Skip to main content
Support research and data that ignite change
Donate
Topics
  • Aging and retirement
  • Child welfare
  • Children and youth
  • Climate, disasters, and environment
  • Crime, justice, and safety
  • Economic mobility and inequality
  • Education
  • Evidence-based policy capacity
  • Families
  • Global issues
  • Health and health care
  • Housing
  • Housing finance
  • Immigrants and immigration
  • Land use
  • Neighborhoods, cities, and metros
  • Nonprofits and philanthropy
  • Race and equity
  • Sexual orientation, gender identity, and expression
  • Social safety net
  • State and local finance
  • Taxes and budgets
  • Wealth and financial well-being
  • Workforce
  • View all
  • Stories, Data Tools, Blogs
  • Stories and data tools
  • Urban Wire
  • Critical Value podcast
  • Evidence and Ideas for Change
  • [email protected]
  • Partner projects
  • Our Approach
  • How We Work
  • Year in Review: 2021
  • Researcher Principles
  • Events
  • Events Home
  • Past Events
  • About
  • About Urban
  • Our People
  • Diversity, Equity, and Inclusion
  • Our Story
  • Support Urban
  • Our Funding
  • Contact Us
  • News Room
  • Careers
  • Support Urban
  • Donate
  • Get Involved
  • Ways to Give
  • Policy Centers
  • Center on Education Data and Policy
  • Center on Labor, Human Services, and Population
  • Center on Nonprofits and Philanthropy
  • Health Policy Center
  • Housing Finance Policy Center
  • Income and Benefits Policy Center
  • Justice Policy Center
  • Metropolitan Housing and Communities Policy Center
  • Office of Race and Equity Research
  • Research to Action Lab
  • Statistical Methods Group
  • Urban-Brookings Tax Policy Center
  • View all
  • Main navigation

  • Topics
  • Stories, Data Tools, Blogs
  • Events
  • Urban Wire Who Zones? Mapping Land-Use Authority across the US
    Lydia Lo
    Display Date
    December 9, 2019

    To better understand zoning, we need better data. The zoning data we do have are so sporadic and incomparable between jurisdictions that it’s difficult to assess the effect of zoning laws.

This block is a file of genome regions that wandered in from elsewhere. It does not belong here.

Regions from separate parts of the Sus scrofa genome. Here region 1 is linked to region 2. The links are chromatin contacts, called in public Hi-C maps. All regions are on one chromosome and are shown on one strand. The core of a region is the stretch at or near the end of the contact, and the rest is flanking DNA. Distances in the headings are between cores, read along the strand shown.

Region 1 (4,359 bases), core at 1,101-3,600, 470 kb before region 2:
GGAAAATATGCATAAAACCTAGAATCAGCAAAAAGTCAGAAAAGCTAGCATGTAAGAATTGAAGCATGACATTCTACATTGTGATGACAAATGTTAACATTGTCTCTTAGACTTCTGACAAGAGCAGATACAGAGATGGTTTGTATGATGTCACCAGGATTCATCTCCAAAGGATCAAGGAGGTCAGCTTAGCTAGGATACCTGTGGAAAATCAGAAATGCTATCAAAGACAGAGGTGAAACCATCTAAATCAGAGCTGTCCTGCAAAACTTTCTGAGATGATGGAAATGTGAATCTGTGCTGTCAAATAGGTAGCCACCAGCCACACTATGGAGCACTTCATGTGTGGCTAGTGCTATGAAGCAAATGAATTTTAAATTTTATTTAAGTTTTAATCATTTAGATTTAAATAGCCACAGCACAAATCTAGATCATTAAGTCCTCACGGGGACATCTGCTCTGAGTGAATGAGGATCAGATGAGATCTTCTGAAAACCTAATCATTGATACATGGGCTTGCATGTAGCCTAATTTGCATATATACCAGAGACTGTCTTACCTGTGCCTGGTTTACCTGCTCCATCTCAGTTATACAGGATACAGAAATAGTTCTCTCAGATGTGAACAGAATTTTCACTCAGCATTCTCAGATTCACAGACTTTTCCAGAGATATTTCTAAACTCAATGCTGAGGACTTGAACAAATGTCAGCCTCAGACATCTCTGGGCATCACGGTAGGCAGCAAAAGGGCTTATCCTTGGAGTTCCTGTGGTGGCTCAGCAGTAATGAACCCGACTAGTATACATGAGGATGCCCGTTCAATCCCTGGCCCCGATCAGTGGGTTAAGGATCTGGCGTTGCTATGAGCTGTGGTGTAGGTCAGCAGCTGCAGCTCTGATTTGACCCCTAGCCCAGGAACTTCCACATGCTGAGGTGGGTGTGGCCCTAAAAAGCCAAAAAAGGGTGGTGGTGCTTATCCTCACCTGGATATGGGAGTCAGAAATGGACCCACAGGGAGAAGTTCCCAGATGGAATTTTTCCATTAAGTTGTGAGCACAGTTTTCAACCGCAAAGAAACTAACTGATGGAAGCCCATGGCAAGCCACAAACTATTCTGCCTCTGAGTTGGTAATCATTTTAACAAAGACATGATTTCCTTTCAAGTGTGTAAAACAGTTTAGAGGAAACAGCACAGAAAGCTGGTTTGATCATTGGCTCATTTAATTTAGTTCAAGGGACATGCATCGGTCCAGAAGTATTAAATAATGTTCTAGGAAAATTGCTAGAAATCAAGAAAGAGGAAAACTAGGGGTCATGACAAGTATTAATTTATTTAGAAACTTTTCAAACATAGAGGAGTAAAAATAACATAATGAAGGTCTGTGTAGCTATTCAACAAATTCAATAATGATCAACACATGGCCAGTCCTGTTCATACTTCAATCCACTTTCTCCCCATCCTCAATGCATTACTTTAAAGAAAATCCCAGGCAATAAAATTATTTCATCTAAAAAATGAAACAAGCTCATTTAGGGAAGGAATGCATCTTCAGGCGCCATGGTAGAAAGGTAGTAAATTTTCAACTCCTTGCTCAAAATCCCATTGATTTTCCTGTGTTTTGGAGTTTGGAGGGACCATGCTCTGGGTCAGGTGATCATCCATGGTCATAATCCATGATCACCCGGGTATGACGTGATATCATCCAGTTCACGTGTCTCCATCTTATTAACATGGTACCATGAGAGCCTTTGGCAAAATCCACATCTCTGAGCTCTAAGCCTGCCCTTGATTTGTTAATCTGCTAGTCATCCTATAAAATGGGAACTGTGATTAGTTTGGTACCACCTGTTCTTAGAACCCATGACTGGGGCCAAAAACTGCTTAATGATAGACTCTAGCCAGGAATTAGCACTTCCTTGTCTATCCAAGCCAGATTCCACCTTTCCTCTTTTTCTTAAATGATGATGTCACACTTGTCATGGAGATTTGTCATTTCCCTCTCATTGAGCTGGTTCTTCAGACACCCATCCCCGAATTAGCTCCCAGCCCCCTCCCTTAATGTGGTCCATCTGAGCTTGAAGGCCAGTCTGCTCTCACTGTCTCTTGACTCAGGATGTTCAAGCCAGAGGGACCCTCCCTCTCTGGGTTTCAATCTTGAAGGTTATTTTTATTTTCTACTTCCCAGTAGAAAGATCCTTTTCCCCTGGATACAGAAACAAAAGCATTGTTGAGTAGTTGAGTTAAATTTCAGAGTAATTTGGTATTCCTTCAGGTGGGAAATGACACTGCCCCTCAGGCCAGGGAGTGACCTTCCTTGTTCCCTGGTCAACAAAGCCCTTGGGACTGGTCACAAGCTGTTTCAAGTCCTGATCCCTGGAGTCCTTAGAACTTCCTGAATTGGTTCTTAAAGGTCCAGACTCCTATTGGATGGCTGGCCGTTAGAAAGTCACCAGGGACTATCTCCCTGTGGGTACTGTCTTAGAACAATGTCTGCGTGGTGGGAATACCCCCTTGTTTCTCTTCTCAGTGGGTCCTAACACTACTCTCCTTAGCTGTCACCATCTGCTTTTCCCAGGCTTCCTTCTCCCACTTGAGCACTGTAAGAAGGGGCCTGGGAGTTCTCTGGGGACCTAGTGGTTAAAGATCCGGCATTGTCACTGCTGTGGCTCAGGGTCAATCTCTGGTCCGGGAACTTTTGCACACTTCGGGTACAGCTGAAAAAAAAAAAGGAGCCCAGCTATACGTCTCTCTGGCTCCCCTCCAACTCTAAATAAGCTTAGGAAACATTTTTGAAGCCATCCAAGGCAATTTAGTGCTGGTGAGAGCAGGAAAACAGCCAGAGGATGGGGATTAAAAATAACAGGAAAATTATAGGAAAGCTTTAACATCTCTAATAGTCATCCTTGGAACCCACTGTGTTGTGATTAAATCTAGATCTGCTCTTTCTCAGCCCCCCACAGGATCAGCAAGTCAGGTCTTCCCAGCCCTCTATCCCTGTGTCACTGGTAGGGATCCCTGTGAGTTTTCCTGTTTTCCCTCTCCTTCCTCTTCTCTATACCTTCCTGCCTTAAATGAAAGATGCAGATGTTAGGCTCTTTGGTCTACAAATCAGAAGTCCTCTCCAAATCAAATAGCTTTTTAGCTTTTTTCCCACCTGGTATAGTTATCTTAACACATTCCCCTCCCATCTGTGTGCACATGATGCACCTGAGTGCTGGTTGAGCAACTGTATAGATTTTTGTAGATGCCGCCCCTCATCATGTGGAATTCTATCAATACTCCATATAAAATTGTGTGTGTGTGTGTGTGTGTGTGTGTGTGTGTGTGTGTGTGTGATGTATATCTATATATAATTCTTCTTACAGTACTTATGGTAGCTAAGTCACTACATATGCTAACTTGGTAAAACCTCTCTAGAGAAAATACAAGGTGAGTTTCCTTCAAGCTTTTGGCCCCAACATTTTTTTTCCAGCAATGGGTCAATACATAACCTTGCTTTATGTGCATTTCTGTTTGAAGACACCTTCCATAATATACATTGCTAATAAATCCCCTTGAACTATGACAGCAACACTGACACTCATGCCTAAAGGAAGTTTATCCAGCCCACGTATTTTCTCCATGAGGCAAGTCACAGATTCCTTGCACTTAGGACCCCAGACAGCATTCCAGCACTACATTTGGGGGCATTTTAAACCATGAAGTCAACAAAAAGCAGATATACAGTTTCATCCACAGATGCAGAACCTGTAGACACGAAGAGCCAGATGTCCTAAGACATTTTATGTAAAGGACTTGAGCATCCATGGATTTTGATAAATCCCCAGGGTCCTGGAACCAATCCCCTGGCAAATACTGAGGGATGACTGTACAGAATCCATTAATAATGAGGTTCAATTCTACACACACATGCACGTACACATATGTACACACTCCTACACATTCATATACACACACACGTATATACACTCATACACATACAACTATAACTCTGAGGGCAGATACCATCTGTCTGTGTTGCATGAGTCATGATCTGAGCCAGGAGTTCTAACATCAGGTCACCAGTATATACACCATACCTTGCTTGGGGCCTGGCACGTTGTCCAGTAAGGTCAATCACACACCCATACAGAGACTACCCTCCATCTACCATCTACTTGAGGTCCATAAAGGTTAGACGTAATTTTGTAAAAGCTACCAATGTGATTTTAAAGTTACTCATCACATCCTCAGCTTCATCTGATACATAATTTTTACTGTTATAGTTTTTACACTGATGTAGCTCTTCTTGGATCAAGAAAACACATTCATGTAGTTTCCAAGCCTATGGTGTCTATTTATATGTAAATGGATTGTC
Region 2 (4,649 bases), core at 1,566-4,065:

Efforts to create national data on land-use practices and how they change over time have advanced (see the Urban Institute’s National Longitudinal Land Use Survey or the Terner Center’s California land-use survey data).

    But investigation and discussion is lacking around what level of government (e.g., counties, towns, townships, or cities) holds the authority to zone what land. No federal entity oversees or stores any data on who zones what land, and discussions that touch on this topic are only beginning to emerge in the public view.

    We need a better picture of who zones where

    Differentiating who zones where illuminates what sources of data can be used to examine the effects of zoning.

    For example, we shouldn’t be gathering data on statutory mentions of zoning or aggregating effects at the county level if all zoning occurs at a municipal level in that state. We should be collecting data from the municipality. Similarly, we shouldn’t use data from counties that only govern unincorporated areas if we are trying to understand certain zoning laws’ effects on dense housing production.

    In the process of constructing the first national longitudinal survey of the land-use regulatory practices in jurisdictions in the 50 largest US metropolitan areas, I had to map out what levels of government oversee zoning and land use. This varies widely across states and even within states.

    Most cities and villages zone their own land, but similarities across states end there.

    The map’s blue scale shows variation in counties’ zoning authority extent. Counties’ zoning authority ranges from full zoning authority over all land (dark blue), to zoning only unincorporated land (medium blue), to only rarely possessing any zoning authority over any unincorporated land (light blue). Zoning and development permitting authority for unincorporated land in those light blue states rests with the state.

    Meanwhile, the map’s gray scale shows zoning authority variation in county subdivisions, commonly known as towns or townships. Their authority extent ranges from full zoning authority over all land in New England (dark gray), to zoning just unincorporated areas (medium gray), to only occasionally possessing zoning authority over unincorporated areas (light gray). States in blue don’t have these intermediate-level jurisdiction types.

    As affordable housing continues to be a central national concern and as bipartisan support for federal involvement in local zoning swells, we would do well to make sure our policy recommendations are tailored to the local legal realities.

    This means beginning with a basic sense of what level of governments needs to work on their zoning ordinances. One size will certainly not fit all when talking about necessary or praiseworthy zoning policies, and research and policy recommendations should reflect that.

    Research Areas Neighborhoods, cities, and metros Land use
    Tags Infrastructure Federal urban policies Community and economic development Land use and zoning
    Policy Centers Metropolitan Housing and Communities Policy Center

    Footer Main

  • About
  • How We Work
  • Researcher Principles
  • Careers
  • Support Us
  • Newsletters
  • Legal

  • Privacy
  • Terms of Service
  • Copyright © Urban Institute